Former Educators Say Dookhran Was Misguided, Not a Monster

Today is the six-month anniversary of Darryl Max Dookhran’s arrest with a loaded weapon at Massachusetts Bay Community College’s Wellesley campus.

Sandra Faioes was at home watching the 10 o’clock news on Feb. 3 when Darryl Max Dookhran’s mug shot appeared onscreen. Dookhran, 18, had been earlier that day on the Wellesley Hills campus of , with a loaded semiautomatic handgun in his backpack.

“When I saw his picture come up, it made me so sad,” said Faioes, Dookhran’s 10th-grade English teacher at The Engineering School in Hyde Park. “I thought, ‘How could you be so stupid? What did you get yourself into?’ I was angry.”

It’s been six months since the Dorchester teen was apprehended while standing in line at the MassBay registrar’s office. Judge Mary Hogan Sullivan deemed Dookhran dangerous at a , citing a rap sheet that “involves convictions for a shooting, an assault and battery with a dangerous weapon and drug distribution.” He is being held at Norfolk County Correctional Center pending trial.

Based on Dookhran’s criminal history and his alleged gun-toting at MassBay, it’s easy to dismiss him as an inner-city thug, his former educators say. But their depictions of Dookhran are more nuanced. Beyond the record, they claim, is a young man who was trying to escape his adolescent gang life — and who made a major error in judgment.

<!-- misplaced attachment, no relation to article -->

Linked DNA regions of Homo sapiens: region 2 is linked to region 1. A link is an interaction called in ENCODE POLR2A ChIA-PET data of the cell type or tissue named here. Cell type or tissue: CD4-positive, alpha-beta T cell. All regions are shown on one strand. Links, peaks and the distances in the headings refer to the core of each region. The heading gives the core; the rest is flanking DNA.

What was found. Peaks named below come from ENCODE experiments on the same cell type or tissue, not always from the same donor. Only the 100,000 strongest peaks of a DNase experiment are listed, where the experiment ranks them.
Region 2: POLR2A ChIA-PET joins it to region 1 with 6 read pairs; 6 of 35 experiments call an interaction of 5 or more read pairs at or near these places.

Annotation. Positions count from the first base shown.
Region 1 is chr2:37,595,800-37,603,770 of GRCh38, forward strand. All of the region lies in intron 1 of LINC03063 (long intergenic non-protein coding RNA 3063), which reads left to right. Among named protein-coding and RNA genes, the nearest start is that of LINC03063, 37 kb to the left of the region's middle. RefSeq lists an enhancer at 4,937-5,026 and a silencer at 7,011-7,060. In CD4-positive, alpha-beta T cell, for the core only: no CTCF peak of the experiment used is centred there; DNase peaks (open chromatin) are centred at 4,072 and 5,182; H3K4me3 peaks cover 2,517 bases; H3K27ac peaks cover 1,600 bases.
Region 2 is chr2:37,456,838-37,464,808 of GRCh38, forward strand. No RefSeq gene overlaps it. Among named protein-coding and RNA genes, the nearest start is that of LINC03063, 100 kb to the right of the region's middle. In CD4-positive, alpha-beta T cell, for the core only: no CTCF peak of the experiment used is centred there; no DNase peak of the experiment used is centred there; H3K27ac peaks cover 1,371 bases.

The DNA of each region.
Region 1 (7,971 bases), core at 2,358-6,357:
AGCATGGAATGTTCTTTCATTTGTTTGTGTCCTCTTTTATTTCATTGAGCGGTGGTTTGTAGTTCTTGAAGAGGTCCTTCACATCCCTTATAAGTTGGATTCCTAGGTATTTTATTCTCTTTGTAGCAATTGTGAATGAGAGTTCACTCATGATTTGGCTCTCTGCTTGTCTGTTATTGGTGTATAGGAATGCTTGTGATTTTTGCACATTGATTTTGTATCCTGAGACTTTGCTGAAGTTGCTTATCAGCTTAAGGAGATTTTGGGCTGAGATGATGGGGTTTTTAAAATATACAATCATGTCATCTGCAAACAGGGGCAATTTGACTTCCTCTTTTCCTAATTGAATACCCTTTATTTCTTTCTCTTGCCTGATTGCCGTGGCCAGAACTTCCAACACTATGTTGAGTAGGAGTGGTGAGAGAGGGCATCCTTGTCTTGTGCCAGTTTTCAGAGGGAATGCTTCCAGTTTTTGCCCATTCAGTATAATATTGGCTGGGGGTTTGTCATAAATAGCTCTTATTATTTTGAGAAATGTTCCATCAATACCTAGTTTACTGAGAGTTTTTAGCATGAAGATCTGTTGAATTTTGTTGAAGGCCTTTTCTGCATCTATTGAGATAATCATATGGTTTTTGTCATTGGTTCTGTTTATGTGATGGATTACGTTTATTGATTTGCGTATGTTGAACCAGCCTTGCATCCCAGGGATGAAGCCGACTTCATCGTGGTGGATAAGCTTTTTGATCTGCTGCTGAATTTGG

Faioes, who no longer teaches at The Engineering School, elicited the best of Dookhran, former colleagues say. They describe a troubled adolescent whose academic career was interrupted by multiple stays in Department of Youth Services (DYS) detention facilities, but also a young man who tried to behave well at school, especially in Faioes’ class.

Faioes remembers Dookhran as a class clown; she says he was “immature, but in a very innocent way.” Dookhran’s antics were mostly harmless, even charming, Faioes recalls, and he was rarely disruptive.

“He was very engaged in class,” she said. “He was even something of a class leader, in that if he was on board, other students were too.”

Dookhran’s ninth-grade biology teacher, who like most current and former Engineering School employees asked not to be named because they were not authorized to speak to the press, called Dookhran a “genuine kid” who “most definitely” had academic potential. The teacher said he was aware of Dookhran’s misdeeds, but that the school “was his safe haven.”

An Engineering School official familiar with Dookhran’s disciplinary record, however, said Dookhran “could be personable but more like a con man, like ‘What do I need from you today?’”

The same official said Dookhran’s career at The Engineering School ended in the middle of his sophomore year, when he stabbed a rival gang member, off school grounds, and returned to DYS custody.

According to police, Dookhran was a member of the Favre Street Mobb in Mattapan. A photograph included in court documents depicts his bedroom, where a T-shirt bearing the phrase “Favre Street” hung on the wall. A “Scarface” poster adorned an adjacent wall, and a Jerry Capeci book about the mafia, “Gang Land,” sat on a bedside table.